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7 votes
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Can visible light or infrared radiation excite electrons?

Different regions of the electromagnetic spectrum correspond to different atomic and molecular processes, each with one or more associated spectroscopies. Here is a general summary, with decreasing ...
6 votes
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Why can UV light initiate a reaction between hydrogen and chlorine gas?

Before going into the mechanism of this reaction, I suggest you look up free radical mechanism, as this reaction takes place through that. $\ce{Cl-Cl}$ bond in $\ce{Cl2}$ is weak enough to be broken ...
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6 votes
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What is the quantum mechanical explanation of X-ray diffraction?

The description given in your question pretty much explains things. I would put it in slightly different words which may or may not help, which is that the x-ray photon induces a dipole moment in the ...
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6 votes
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De-excitation of a molecule

After radiation is absorbed and the electron is at an excited state in the molecule there are several pathways for de-excitation to occur (see fig.). The pathway of choice depends on its rate, ie how ...
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5 votes

In spectroscopy, is it possible for the sample to be excited multiple times?

From memory something like this has been used as a basis for isotope separation using intense $\ce{CO2}$ lasers to fragment molecules. A process of 'ladder climbing' takes place aided by the fact that ...
  • 27.6k
5 votes
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Are photons ejected from atomic nuclei?

I have heard that electrons absorb or eject photons when transitioning from one orbital to another. Is this correct? Not exactly. The atom as a whole emits or absorbs the photon. There is no reason ...
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5 votes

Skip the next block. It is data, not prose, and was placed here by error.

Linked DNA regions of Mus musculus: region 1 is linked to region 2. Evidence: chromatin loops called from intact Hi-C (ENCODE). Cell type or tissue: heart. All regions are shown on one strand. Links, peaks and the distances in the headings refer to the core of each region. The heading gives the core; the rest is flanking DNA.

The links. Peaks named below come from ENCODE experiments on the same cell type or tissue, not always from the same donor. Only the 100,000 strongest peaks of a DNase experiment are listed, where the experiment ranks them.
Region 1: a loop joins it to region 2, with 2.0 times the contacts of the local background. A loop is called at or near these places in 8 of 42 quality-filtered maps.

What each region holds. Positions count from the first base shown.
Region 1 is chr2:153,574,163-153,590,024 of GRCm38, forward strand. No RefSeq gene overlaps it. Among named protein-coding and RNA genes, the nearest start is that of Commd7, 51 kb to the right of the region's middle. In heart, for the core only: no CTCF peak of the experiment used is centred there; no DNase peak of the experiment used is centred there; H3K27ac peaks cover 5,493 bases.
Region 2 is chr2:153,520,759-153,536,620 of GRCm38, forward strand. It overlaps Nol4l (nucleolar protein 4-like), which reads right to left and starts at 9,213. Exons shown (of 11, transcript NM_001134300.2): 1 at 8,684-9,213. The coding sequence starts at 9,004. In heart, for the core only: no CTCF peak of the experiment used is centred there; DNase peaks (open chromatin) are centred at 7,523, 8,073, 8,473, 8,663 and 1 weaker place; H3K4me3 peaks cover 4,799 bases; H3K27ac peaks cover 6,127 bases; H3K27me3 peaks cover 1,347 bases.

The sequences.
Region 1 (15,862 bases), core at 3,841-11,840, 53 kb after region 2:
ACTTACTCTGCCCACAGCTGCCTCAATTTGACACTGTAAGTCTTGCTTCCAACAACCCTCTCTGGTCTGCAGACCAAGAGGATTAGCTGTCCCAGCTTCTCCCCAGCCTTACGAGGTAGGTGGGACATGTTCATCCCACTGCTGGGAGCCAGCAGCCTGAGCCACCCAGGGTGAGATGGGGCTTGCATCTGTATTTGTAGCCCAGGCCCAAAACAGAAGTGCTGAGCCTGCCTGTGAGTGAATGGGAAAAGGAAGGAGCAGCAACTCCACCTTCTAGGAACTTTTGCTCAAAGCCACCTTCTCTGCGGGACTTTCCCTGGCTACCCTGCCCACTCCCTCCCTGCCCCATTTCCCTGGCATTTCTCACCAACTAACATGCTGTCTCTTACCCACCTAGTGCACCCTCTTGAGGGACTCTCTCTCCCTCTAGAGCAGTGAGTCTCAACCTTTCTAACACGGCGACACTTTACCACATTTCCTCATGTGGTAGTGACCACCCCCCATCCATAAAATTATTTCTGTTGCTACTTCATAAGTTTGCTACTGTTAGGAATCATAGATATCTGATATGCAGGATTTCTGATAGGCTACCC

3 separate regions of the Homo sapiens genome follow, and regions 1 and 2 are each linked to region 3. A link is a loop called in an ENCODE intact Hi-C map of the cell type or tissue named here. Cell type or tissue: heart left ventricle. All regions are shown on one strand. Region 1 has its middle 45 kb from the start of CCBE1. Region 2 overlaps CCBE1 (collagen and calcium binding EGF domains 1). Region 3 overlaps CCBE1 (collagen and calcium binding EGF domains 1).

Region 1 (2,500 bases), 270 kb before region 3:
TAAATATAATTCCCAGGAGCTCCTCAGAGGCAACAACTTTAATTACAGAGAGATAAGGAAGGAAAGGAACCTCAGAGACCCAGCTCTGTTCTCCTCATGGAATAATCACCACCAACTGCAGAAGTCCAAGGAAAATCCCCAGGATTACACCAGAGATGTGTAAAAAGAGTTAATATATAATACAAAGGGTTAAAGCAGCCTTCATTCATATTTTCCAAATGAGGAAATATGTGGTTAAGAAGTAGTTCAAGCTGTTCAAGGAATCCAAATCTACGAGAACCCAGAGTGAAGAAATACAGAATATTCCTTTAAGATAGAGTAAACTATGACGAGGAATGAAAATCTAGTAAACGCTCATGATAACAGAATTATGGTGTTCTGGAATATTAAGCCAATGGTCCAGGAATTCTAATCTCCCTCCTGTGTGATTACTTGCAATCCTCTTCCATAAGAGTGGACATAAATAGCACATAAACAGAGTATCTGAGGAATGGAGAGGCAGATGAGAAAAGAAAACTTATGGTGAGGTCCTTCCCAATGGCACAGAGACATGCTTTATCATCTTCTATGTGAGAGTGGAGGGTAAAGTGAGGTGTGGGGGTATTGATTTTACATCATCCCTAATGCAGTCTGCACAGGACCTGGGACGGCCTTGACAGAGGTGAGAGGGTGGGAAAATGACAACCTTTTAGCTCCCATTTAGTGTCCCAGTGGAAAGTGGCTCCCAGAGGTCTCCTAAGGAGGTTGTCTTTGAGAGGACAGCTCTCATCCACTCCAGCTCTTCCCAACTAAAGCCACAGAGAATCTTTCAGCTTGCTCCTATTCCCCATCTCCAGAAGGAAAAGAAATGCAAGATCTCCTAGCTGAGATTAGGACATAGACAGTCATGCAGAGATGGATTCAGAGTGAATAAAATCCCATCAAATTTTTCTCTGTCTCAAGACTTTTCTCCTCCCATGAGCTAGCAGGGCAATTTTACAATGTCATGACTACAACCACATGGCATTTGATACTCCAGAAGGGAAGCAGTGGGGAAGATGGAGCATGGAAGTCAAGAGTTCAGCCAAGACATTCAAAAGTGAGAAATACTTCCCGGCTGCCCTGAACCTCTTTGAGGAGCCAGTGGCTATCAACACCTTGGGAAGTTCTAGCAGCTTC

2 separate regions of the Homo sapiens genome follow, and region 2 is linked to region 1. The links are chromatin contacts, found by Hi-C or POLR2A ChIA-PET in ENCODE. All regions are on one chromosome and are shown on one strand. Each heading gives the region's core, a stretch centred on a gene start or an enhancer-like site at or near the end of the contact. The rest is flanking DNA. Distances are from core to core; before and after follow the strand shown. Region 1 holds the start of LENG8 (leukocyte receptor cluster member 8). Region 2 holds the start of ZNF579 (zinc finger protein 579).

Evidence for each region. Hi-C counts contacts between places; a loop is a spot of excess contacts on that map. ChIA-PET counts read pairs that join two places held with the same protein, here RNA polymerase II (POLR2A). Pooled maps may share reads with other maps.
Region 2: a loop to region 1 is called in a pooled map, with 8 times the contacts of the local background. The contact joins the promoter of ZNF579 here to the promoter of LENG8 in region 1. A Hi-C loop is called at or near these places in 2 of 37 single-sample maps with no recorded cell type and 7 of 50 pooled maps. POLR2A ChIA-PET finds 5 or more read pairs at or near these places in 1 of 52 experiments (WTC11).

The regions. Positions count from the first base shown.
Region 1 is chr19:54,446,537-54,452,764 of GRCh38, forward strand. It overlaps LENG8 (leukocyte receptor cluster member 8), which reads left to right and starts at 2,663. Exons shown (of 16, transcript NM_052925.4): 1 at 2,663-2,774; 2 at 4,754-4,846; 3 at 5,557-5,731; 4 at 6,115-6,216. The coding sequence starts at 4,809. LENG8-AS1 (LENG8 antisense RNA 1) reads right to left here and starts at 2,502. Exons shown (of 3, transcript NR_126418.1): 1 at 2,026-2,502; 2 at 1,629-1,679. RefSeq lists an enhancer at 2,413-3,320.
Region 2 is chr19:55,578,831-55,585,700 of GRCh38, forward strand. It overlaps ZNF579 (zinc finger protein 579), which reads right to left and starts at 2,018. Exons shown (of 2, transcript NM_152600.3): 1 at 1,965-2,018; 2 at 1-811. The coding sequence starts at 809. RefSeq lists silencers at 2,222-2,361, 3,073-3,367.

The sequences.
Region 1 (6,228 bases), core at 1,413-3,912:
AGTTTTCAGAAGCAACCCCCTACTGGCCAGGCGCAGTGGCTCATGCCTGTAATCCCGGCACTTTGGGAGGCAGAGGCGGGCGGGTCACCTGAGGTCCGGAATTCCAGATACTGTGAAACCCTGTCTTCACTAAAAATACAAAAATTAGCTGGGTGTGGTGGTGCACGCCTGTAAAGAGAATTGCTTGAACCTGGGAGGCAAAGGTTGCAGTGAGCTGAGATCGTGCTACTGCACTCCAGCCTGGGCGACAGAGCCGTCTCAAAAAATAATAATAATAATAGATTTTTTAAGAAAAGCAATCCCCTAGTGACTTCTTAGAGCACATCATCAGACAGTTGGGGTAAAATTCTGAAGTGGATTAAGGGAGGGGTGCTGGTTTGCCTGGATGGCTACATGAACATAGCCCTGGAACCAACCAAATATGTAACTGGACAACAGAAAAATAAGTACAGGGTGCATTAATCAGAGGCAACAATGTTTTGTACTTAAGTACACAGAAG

Wavelengths of the visible spectrum

The comments on the question discuss this may not be about chemistry. One could argue that colors are chemistry related because they are associated with chemical substances: like minerals, chlorophyl, ...
5 votes

Can gamma radiation cause transmutation?

Yes. See Photo-Fission in Heavy Elements (1947) Phys. Rev. 71, pages 3-10 : fission should be possible for all heavy nuclei which lie well beyond the minimum of the packing fraction curve, ...
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5 votes
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Can gamma radiation cause transmutation?

Answer to a More General Form of Your Question The answer to the question Can gamma radiation make non-radioactive stuff radioactive? is yes, but only if the gamma ray has enough energy. "...
5 votes

Stability of Bohr Orbits

Not every model is perfect. Rutherford's model suffered from the problem of electromagnetic radiation but answered important questions about the structure of atoms by showing the existence of a ...
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5 votes

What is the quantum mechanical explanation of X-ray diffraction?

Explaining the diffraction of a photon off of a crystal lattice quantum mechanically is the same as finding what momenta can be transferred to the photon by the crystal lattice. The simplest way to ...
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5 votes

Can we make chemical bonds using light, instead of breaking them?

Surely, if light can break bonds, it can make bonds as well. We find some simple examples in high school textbooks as well, such as the chlorination of olefin compounds under the presence of UV light. ...
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5 votes

Can we make chemical bonds using light, instead of breaking them?

Is it possible to use a specific wavelength to get the atoms to bond again? Not directly. The crucial step in photochemistry is the absorption of a photon. Usually, this results in a molecule in an ...
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5 votes
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How does carbon dioxide in the atmosphere keep heat trapped?

$\ce{CO2}$, like all other matter, can only absorb photons of energies corresponding to some kind of quantum transition with a high transition probability, whether that is a rotational, vibrational, ...